Ontario cancels “disastrous” Green Energy Act

Protesters march in Picton, Ontario over a large wind power project. Goodbye, GEA (Photo Wind Concerns Ontario]

September 20. 2018

The new Ontario government has cancelled the Green Energy Act in an announcement today, ending so-called “sweetheart” deals for expensive renewable energy that hiked consumers’ power bills and brought hardship to Ontario rural communities through forced industrialization.

Wind Concerns Ontario has long advocated for cancellation of the act which promoted large-scale wind power projects, without any cost-benefit or financial analysis, as was recommended to the McGuinty-Wynne governments by two Auditors General.

“This is the first step in the unwinding of the terrible damage done to our quiet rural communities,” said president Jane Wilson. “We know that the Green Energy removed democracy for our towns, hamlets and villages and forced upon them huge, noisy power generators that had enormous environmental, social and human impacts. Those impacts are still being felt as people are living with the noise and vibration, enduring endless sleepless nights and a range of harmful health effects from exposure to turbine noise emissions.”

The government News Release follows:

 

 Ontario’s Government for the People Introduces Legislation to Repeal the Green Energy Act

Municipalities to have final say on new energy projects

 

September 20, 2018

 

TORONTO — Ontario’s Government for the People is delivering on its promise to repeal the Green Energy Act, 2009, Greg Rickford, Minister of Energy, Northern Development and Mines, and Monte McNaughton, Minister of Infrastructure, announced today.

The original Green Energy Act led to the disastrous feed-in-tariff program and skyrocketing electricity rates for Ontario families, and took away powers from municipalities to stop expensive and unneeded energy projects in their communities. Under the last government energy rates tripled, hurting families and driving manufacturing jobs out of Ontario.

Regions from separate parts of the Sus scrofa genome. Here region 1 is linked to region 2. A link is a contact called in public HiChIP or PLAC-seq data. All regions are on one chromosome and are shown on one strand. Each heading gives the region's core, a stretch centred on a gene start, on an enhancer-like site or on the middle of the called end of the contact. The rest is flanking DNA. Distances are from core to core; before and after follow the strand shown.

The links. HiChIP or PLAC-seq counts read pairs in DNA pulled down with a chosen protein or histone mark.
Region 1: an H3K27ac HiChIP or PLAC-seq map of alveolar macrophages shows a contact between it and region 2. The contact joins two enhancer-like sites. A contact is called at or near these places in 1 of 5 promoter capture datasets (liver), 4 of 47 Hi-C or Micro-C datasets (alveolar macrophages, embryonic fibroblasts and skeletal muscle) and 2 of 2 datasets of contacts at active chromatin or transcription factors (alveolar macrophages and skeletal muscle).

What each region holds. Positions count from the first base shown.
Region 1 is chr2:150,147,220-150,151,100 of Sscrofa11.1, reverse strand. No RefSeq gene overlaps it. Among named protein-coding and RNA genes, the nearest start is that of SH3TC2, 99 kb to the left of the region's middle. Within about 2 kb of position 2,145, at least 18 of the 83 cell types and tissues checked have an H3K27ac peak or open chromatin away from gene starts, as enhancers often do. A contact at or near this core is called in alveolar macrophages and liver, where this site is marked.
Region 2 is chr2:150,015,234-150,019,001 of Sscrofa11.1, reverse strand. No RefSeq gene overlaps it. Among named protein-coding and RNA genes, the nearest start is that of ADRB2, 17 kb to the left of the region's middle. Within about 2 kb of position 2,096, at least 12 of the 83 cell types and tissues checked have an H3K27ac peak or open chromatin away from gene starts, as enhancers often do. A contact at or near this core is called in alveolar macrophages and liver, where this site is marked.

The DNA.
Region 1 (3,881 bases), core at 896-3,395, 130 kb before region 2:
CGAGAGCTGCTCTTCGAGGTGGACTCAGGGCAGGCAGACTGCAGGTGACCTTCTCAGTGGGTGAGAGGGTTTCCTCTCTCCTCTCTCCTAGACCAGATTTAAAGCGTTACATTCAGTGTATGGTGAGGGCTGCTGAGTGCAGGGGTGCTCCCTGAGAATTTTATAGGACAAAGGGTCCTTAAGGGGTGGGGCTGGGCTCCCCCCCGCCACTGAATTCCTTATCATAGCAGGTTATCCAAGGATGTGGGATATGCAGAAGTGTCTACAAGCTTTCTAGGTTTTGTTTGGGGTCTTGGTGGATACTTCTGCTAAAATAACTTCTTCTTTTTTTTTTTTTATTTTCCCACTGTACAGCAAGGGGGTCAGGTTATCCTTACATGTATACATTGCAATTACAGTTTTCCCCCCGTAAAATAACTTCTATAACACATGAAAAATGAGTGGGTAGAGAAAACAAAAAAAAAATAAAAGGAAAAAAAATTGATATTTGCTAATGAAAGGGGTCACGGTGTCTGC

“The Green Energy Act represents the largest transfer of money from the poor and middle class to the rich in Ontario’s history,” said Minister Rickford.

“Well-connected energy insiders made fortunes putting up wind-farms and solar panels that gouge hydro consumers in order to generate electricity that Ontario doesn’t need.” Minister McNaughton added. “Today we are proud to say that the party with taxpayers’ money is over.”

The ministers announced that the government has introduced legislation that, if passed, will fully strike the Green Energy Act from the province’s books. This will include repealing provisions that stripped away the power of local municipalities to block unwanted wind and solar farms.

“The Green Energy Act allowed the previous government to trample over the rights of families, businesses and municipalities across rural Ontario,” said Minister McNaughton. “But we believe the people of Ontario should have the final say about what gets built in their communities.”

The proposed legislation would give the government the authority to stop approvals for wasteful energy projects where the need for electricity has not been demonstrated. This would put the brakes on additional projects that would add costs to electricity bills that the people of Ontario simply cannot afford.